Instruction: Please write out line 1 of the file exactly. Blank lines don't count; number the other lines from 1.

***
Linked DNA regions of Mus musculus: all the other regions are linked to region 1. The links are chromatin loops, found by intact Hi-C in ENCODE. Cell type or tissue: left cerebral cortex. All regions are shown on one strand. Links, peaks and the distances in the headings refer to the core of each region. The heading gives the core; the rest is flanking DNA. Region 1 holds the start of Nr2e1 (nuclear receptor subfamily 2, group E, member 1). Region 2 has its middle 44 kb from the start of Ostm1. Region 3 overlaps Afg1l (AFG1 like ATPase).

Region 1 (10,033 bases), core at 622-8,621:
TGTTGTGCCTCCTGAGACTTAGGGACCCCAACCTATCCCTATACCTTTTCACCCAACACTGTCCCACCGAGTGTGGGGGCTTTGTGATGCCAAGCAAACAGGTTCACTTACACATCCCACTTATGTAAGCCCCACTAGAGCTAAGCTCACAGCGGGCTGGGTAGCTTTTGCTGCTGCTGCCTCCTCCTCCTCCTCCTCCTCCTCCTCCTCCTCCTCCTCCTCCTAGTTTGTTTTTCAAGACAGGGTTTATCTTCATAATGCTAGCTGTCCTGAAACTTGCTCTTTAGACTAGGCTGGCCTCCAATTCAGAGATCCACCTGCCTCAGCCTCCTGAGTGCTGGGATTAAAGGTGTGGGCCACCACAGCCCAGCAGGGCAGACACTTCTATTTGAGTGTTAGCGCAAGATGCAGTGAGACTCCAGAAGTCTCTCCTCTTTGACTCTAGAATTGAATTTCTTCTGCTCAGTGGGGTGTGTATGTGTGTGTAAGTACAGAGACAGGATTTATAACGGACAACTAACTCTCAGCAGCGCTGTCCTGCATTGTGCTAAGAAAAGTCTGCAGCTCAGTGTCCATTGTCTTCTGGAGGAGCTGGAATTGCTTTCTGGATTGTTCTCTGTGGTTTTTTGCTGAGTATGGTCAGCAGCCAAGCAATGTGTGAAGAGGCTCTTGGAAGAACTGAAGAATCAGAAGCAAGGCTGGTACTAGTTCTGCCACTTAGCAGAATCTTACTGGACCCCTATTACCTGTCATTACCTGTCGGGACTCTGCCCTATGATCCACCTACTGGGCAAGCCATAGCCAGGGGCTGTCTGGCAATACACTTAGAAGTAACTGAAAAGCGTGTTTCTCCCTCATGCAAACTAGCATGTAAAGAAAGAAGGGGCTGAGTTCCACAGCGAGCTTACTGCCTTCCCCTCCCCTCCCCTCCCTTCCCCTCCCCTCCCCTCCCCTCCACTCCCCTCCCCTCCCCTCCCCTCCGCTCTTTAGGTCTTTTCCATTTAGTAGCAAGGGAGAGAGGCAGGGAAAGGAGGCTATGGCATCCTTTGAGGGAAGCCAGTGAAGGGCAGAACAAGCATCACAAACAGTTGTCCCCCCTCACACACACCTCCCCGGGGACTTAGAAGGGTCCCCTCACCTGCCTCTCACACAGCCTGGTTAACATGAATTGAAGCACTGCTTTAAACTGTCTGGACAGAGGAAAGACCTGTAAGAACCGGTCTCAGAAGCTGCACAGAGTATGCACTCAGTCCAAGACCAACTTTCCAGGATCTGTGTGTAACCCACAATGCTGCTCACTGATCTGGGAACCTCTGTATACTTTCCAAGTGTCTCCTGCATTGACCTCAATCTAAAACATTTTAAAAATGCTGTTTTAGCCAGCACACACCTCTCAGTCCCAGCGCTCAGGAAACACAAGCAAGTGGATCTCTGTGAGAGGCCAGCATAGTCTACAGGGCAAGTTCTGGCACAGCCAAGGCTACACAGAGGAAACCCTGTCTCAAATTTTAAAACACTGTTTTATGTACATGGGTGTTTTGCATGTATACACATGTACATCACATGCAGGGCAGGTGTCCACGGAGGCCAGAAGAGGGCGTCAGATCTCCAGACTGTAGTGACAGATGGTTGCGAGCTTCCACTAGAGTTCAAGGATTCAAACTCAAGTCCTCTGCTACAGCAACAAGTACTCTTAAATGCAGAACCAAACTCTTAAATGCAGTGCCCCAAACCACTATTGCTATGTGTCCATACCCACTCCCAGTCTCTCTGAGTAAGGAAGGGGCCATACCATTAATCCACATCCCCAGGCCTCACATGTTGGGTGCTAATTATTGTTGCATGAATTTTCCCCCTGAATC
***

Linked DNA regions of Mus musculus: all the other regions are linked to region 1. The links are chromatin loops, found by intact Hi-C in ENCODE. Cell type or tissue: left cerebral cortex. All regions are shown on one strand. Links, peaks and the distances in the headings refer to the core of each region. The heading gives the core; the rest is flanking DNA. Region 1 holds the start of Nr2e1 (nuclear receptor subfamily 2, group E, member 1). Region 2 has its middle 44 kb from the start of Ostm1. Region 3 overlaps Afg1l (AFG1 like ATPase).